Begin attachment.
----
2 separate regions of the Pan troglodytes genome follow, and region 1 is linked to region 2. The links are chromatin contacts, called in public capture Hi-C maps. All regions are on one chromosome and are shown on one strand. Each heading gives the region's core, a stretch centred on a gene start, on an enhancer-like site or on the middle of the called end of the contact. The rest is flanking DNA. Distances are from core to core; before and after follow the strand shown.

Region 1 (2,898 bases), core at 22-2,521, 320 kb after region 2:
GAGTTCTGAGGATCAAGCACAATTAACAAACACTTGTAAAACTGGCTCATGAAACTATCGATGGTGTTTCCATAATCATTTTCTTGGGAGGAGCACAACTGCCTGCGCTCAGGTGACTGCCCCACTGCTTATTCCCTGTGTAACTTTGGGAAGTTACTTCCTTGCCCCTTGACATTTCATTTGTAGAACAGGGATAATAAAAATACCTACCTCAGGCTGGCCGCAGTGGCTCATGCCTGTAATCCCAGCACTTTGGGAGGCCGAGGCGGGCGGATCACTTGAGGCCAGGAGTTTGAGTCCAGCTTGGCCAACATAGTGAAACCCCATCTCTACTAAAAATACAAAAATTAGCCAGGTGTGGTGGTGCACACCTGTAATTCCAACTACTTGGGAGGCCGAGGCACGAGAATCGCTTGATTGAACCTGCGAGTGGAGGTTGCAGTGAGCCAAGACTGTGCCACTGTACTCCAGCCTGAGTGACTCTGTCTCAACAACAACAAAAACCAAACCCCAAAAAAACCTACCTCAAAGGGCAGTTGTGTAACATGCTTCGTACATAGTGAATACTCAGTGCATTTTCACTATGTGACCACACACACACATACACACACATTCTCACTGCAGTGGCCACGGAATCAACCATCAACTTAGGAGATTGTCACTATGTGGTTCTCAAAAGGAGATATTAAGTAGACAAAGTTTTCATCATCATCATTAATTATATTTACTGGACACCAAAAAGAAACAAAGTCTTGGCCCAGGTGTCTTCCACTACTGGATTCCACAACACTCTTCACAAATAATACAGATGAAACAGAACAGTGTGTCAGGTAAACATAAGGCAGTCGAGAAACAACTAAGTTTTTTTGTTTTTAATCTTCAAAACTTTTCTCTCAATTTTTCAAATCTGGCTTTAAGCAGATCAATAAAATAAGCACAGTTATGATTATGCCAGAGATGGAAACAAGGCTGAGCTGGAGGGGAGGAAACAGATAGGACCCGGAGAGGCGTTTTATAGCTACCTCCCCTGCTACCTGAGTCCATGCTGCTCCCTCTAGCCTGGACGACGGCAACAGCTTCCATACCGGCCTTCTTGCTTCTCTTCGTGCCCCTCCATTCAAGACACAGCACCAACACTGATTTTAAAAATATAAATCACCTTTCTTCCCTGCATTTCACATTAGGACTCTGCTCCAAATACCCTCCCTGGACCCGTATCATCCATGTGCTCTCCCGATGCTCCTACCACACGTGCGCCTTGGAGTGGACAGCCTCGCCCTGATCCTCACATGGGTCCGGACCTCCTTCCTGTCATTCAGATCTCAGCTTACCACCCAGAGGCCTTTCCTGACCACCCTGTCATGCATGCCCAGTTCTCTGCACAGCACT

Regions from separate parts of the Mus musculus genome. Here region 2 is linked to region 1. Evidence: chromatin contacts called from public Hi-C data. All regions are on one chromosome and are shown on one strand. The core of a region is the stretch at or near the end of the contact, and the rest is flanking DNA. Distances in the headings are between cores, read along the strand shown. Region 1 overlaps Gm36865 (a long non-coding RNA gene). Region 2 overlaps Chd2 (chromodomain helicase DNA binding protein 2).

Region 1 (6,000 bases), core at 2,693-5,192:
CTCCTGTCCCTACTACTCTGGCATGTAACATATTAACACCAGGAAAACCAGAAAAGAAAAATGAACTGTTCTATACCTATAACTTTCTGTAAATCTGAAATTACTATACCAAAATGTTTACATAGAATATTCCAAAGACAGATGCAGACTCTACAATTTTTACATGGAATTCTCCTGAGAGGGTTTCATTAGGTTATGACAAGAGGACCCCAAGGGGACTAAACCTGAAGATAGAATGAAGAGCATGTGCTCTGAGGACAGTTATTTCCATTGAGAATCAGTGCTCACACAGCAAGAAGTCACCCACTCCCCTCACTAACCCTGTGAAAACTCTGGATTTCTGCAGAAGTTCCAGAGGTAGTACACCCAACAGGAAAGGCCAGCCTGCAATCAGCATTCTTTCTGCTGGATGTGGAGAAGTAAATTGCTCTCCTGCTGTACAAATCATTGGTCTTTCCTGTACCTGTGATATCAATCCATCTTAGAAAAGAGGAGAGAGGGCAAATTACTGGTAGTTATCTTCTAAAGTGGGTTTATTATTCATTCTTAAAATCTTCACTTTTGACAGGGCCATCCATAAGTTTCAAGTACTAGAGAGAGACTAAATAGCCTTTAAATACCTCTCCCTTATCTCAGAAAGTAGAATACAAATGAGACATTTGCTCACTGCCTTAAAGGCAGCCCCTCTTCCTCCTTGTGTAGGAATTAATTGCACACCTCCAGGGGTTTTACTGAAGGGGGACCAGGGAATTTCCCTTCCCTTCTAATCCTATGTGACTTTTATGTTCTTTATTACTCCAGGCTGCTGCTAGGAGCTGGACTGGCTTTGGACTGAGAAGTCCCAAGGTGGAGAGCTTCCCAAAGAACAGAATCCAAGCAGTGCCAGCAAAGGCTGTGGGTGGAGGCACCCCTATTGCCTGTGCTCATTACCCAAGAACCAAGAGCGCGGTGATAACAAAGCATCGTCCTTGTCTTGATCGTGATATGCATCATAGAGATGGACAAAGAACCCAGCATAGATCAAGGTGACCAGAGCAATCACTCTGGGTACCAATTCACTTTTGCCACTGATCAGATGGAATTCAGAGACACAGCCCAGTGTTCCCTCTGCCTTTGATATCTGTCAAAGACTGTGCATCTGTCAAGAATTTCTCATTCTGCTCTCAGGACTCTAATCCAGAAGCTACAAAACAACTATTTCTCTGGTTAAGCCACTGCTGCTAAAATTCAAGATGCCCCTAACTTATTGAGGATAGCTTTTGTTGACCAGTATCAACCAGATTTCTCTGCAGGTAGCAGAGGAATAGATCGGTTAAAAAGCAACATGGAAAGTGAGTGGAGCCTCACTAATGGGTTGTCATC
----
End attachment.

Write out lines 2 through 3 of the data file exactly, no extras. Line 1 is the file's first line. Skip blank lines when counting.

Region 1 (2,898 bases), core at 22-2,521, 320 kb after region 2:
GAGTTCTGAGGATCAAGCACAATTAACAAACACTTGTAAAACTGGCTCATGAAACTATCGATGGTGTTTCCATAATCATTTTCTTGGGAGGAGCACAACTGCCTGCGCTCAGGTGACTGCCCCACTGCTTATTCCCTGTGTAACTTTGGGAAGTTACTTCCTTGCCCCTTGACATTTCATTTGTAGAACAGGGATAATAAAAATACCTACCTCAGGCTGGCCGCAGTGGCTCATGCCTGTAATCCCAGCACTTTGGGAGGCCGAGGCGGGCGGATCACTTGAGGCCAGGAGTTTGAGTCCAGCTTGGCCAACATAGTGAAACCCCATCTCTACTAAAAATACAAAAATTAGCCAGGTGTGGTGGTGCACACCTGTAATTCCAACTACTTGGGAGGCCGAGGCACGAGAATCGCTTGATTGAACCTGCGAGTGGAGGTTGCAGTGAGCCAAGACTGTGCCACTGTACTCCAGCCTGAGTGACTCTGTCTCAACAACAACAAAAACCAAACCCCAAAAAAACCTACCTCAAAGGGCAGTTGTGTAACATGCTTCGTACATAGTGAATACTCAGTGCATTTTCACTATGTGACCACACACACACATACACACACATTCTCACTGCAGTGGCCACGGAATCAACCATCAACTTAGGAGATTGTCACTATGTGGTTCTCAAAAGGAGATATTAAGTAGACAAAGTTTTCATCATCATCATTAATTATATTTACTGGACACCAAAAAGAAACAAAGTCTTGGCCCAGGTGTCTTCCACTACTGGATTCCACAACACTCTTCACAAATAATACAGATGAAACAGAACAGTGTGTCAGGTAAACATAAGGCAGTCGAGAAACAACTAAGTTTTTTTGTTTTTAATCTTCAAAACTTTTCTCTCAATTTTTCAAATCTGGCTTTAAGCAGATCAATAAAATAAGCACAGTTATGATTATGCCAGAGATGGAAACAAGGCTGAGCTGGAGGGGAGGAAACAGATAGGACCCGGAGAGGCGTTTTATAGCTACCTCCCCTGCTACCTGAGTCCATGCTGCTCCCTCTAGCCTGGACGACGGCAACAGCTTCCATACCGGCCTTCTTGCTTCTCTTCGTGCCCCTCCATTCAAGACACAGCACCAACACTGATTTTAAAAATATAAATCACCTTTCTTCCCTGCATTTCACATTAGGACTCTGCTCCAAATACCCTCCCTGGACCCGTATCATCCATGTGCTCTCCCGATGCTCCTACCACACGTGCGCCTTGGAGTGGACAGCCTCGCCCTGATCCTCACATGGGTCCGGACCTCCTTCCTGTCATTCAGATCTCAGCTTACCACCCAGAGGCCTTTCCTGACCACCCTGTCATGCATGCCCAGTTCTCTGCACAGCACT